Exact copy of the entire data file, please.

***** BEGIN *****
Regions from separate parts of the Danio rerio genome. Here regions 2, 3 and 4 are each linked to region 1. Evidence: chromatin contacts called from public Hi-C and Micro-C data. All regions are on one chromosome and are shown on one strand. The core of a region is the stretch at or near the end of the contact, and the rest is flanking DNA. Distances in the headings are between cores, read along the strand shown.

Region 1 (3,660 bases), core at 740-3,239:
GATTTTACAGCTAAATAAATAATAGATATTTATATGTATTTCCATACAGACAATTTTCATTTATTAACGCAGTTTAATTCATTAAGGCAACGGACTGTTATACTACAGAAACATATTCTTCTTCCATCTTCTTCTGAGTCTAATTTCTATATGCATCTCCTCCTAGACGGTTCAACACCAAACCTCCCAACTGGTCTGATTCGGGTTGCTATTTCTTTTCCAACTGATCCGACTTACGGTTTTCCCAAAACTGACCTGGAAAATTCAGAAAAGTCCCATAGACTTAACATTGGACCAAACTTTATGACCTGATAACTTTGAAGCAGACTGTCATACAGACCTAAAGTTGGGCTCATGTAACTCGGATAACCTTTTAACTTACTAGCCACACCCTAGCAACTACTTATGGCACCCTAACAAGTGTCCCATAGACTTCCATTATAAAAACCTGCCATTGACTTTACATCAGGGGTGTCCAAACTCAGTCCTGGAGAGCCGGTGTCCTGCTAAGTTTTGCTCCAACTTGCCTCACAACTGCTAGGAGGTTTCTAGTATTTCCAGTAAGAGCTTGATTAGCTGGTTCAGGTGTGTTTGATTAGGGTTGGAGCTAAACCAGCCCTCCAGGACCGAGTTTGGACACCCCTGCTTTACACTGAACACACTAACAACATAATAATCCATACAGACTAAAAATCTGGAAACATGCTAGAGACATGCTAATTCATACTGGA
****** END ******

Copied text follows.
Regions from separate parts of the Danio rerio genome. Here regions 2, 3 and 4 are each linked to region 1. Evidence: chromatin contacts called from public Hi-C and Micro-C data. All regions are on one chromosome and are shown on one strand. The core of a region is the stretch at or near the end of the contact, and the rest is flanking DNA. Distances in the headings are between cores, read along the strand shown.

Region 1 (3,660 bases), core at 740-3,239:
GATTTTACAGCTAAATAAATAATAGATATTTATATGTATTTCCATACAGACAATTTTCATTTATTAACGCAGTTTAATTCATTAAGGCAACGGACTGTTATACTACAGAAACATATTCTTCTTCCATCTTCTTCTGAGTCTAATTTCTATATGCATCTCCTCCTAGACGGTTCAACACCAAACCTCCCAACTGGTCTGATTCGGGTTGCTATTTCTTTTCCAACTGATCCGACTTACGGTTTTCCCAAAACTGACCTGGAAAATTCAGAAAAGTCCCATAGACTTAACATTGGACCAAACTTTATGACCTGATAACTTTGAAGCAGACTGTCATACAGACCTAAAGTTGGGCTCATGTAACTCGGATAACCTTTTAACTTACTAGCCACACCCTAGCAACTACTTATGGCACCCTAACAAGTGTCCCATAGACTTCCATTATAAAAACCTGCCATTGACTTTACATCAGGGGTGTCCAAACTCAGTCCTGGAGAGCCGGTGTCCTGCTAAGTTTTGCTCCAACTTGCCTCACAACTGCTAGGAGGTTTCTAGTATTTCCAGTAAGAGCTTGATTAGCTGGTTCAGGTGTGTTTGATTAGGGTTGGAGCTAAACCAGCCCTCCAGGACCGAGTTTGGACACCCCTGCTTTACACTGAACACACTAACAACATAATAATCCATACAGACTAAAAATCTGGAAACATGCTAGAGACATGCTAATTCATACTGGA